August 24, 2021
By Joel J. Hutchcroft
Don’t let the low price of the Ruger Wrangler .22LR revolver fool you; you get a lot of gun for the money.
Currently, the Wrangler is offered in 12 variations; three are standard catalog versions, and the others are distributor specials. All but one configuration come with checkered black synthetic grips (grip circumference is 4.38 inches straight across from the trigger guard). The standard catalog guns have Cerakote finishes on the frames and barrels in black, silver, or bronze colors, and they have black oxide finish on their six-round cylinders. The distributor specials have black oxide cylinders and OD Green, Cobalt, Plum Brown, Stone Gray, Tungsten, Midnight Bronze, Crushed Orchid, Black Cherry, or Davidson’s Dark Earth Cerakote frames and barrels, depending on the distributor. The only offering with hardwood grips is the Talo special, and it also has the Cobalt Cerakote finish.
The cold-hammer-forged barrel for all Wranglers is 4.62 inches long, and the twist rate is one turn in 14 inches. The front sight is a fixed-blade type, and the rear sight is the traditional Western-style groove down the topstrap. Sight radius is 5.24 inches.
The grip frame is zink alloy, and it is the classic Single-Six pattern. The cylinder frame is aluminum, and the cylinder and barrel are steel. Our sample weighs 30 ounces unloaded, and it’s 10.25 inches long overall. The gun features a transfer bar firing mechanism and a cylinder loading gate interlock that prevents the loading gate from being opened unless the hammer is in the down position. Like the classic Ruger Single-Six rimfire single-action revolver, the Wrangler utilizes a coil mainspring.
To put the Wrangler to a test, I fired five, five-shot strings with five .22 LR loads from a benchrest at 25 yards. The results are listed in the accompanying chart, but briefly, the best-shooting load was CCI’s Mini Mag 40-grain CPRN, and it averaged 2.25 inches. Second best, with an average of 2.75 inches, was the Federal Gold Medal Target 40-grain LRN. Overall average accuracy for all five loads was 3.09 inches.
The Wrangler’s 0.29-inch-wide, smooth trigger broke at 5.0 pounds of pull on average for six measurements with an RCBS trigger pull scale. It was consistent, with less than four ounces of variation, and it was crisp. The checkered hammerspur is 0.29 inch wide, and upon hammer fall, the hammerspur does not obscure seeing the front sight when lined up with the grooved rear sight as happens with other fixed-sight reproduction single-action revolvers. That, of course, fosters better accuracy.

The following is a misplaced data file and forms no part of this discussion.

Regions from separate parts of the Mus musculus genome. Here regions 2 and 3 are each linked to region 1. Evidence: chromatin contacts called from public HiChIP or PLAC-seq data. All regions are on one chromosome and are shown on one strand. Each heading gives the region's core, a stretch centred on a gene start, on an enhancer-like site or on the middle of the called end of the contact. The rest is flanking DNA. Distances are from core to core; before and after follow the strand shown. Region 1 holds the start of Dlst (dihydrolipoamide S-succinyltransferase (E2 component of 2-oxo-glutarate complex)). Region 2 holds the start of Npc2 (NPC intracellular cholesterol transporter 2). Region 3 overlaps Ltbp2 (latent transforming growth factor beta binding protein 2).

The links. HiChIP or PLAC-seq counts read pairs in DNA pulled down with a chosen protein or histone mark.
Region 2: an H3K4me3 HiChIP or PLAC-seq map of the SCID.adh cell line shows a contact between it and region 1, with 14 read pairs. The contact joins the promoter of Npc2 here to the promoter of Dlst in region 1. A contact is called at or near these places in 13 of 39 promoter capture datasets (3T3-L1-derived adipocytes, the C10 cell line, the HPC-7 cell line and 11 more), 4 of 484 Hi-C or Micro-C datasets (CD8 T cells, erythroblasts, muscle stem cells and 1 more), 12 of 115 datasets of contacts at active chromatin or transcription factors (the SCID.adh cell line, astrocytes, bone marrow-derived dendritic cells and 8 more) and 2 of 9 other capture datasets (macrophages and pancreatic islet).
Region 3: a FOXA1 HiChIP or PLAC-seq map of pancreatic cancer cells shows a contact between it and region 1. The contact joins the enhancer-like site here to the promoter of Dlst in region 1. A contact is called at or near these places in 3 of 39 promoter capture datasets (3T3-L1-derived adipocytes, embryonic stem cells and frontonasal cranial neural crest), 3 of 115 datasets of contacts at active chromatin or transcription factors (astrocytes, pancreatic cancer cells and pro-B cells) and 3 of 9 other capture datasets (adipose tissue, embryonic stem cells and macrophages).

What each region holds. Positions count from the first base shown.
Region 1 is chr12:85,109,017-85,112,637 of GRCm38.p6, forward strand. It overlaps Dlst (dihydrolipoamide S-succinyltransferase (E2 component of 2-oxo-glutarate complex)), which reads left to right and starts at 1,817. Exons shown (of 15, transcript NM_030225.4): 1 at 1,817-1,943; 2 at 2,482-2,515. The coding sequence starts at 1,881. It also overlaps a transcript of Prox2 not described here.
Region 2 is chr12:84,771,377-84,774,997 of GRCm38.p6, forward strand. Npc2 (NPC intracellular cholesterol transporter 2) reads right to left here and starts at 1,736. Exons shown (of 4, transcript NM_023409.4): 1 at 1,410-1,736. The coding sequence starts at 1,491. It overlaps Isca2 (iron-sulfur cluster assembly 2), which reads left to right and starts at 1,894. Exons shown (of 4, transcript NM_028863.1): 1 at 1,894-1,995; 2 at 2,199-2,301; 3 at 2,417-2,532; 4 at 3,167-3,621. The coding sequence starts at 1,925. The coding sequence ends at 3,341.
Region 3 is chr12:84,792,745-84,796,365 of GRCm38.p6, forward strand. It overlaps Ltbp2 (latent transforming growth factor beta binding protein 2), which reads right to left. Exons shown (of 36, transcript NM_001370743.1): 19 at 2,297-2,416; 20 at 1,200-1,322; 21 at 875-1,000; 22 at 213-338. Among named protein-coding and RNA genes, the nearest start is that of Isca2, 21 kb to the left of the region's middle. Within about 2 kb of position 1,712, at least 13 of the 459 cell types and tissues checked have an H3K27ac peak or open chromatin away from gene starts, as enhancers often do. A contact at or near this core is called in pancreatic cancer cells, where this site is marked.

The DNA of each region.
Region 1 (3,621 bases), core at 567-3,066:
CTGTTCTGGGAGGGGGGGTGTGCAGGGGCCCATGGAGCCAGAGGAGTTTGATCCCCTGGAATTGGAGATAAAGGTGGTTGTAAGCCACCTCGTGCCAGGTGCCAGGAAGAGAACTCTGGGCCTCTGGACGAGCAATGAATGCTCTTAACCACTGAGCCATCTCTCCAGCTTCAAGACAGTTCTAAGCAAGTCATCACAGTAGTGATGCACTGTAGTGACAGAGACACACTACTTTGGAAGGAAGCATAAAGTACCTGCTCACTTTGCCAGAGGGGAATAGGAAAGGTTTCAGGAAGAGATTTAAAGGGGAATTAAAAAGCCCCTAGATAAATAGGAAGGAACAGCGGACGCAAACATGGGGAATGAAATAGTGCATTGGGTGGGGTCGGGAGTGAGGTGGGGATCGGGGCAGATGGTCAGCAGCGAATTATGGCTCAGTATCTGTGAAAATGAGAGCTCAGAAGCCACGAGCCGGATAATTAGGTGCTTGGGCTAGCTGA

With its fixed sights, the Wrangler reminded me of a fun, old single-action Colt Frontier Scout .22 rimfire revolver I owned more than 30 years ago, except that Colt revolver showed a lot of wear and tear when I purchased it secondhand 30-plus years ago. Its finish was really worn, its cylinder was a little loose (but not unsafe), and its trigger pull was nothing to crow about. It had been ridden hard and put away wet, as they say, and it wasn’t all that accurate, either. But, boy, did I have fun shooting it! The .22 LR Colt Frontier Scout was produced for only about 13 years, so hopefully, the Ruger Wrangler will have a much longer run. It’s just as much fun to shoot as that Colt was.
Ruger Wrangler .22LR Revolver Performance
NOTES: Accuracy is the average of five, five-shot groups fired from a sandbag benchrest. Velocity is the average of five rounds measured 12 feet from the gun’s muzzle
Ruger Wrangler .22LR Revolver Specs
- TYPE: Single-action revolver
- CALIBER: .22 LR
- CYLINDER CAPACITY: 6 rounds
- BARREL: 4.62 in.
- OVERALL LENGTH: 10.25 in.
- WIDTH: 1.41 in.
- HEIGHT: 4.75 in.
- WEIGHT, EMPTY: 30 oz.
- GRIPS: Black checkered synthetic
- FINISH: Bronze Cerakote barrel and frame, black oxide cylinder
- SIGHTS: Fixed groove rear, blade front
- TRIGGER: 5.0-lb. pull (as tested)
- SAFETY: Transfer bar firing mechanism; loading gate interlock
- MSRP: $249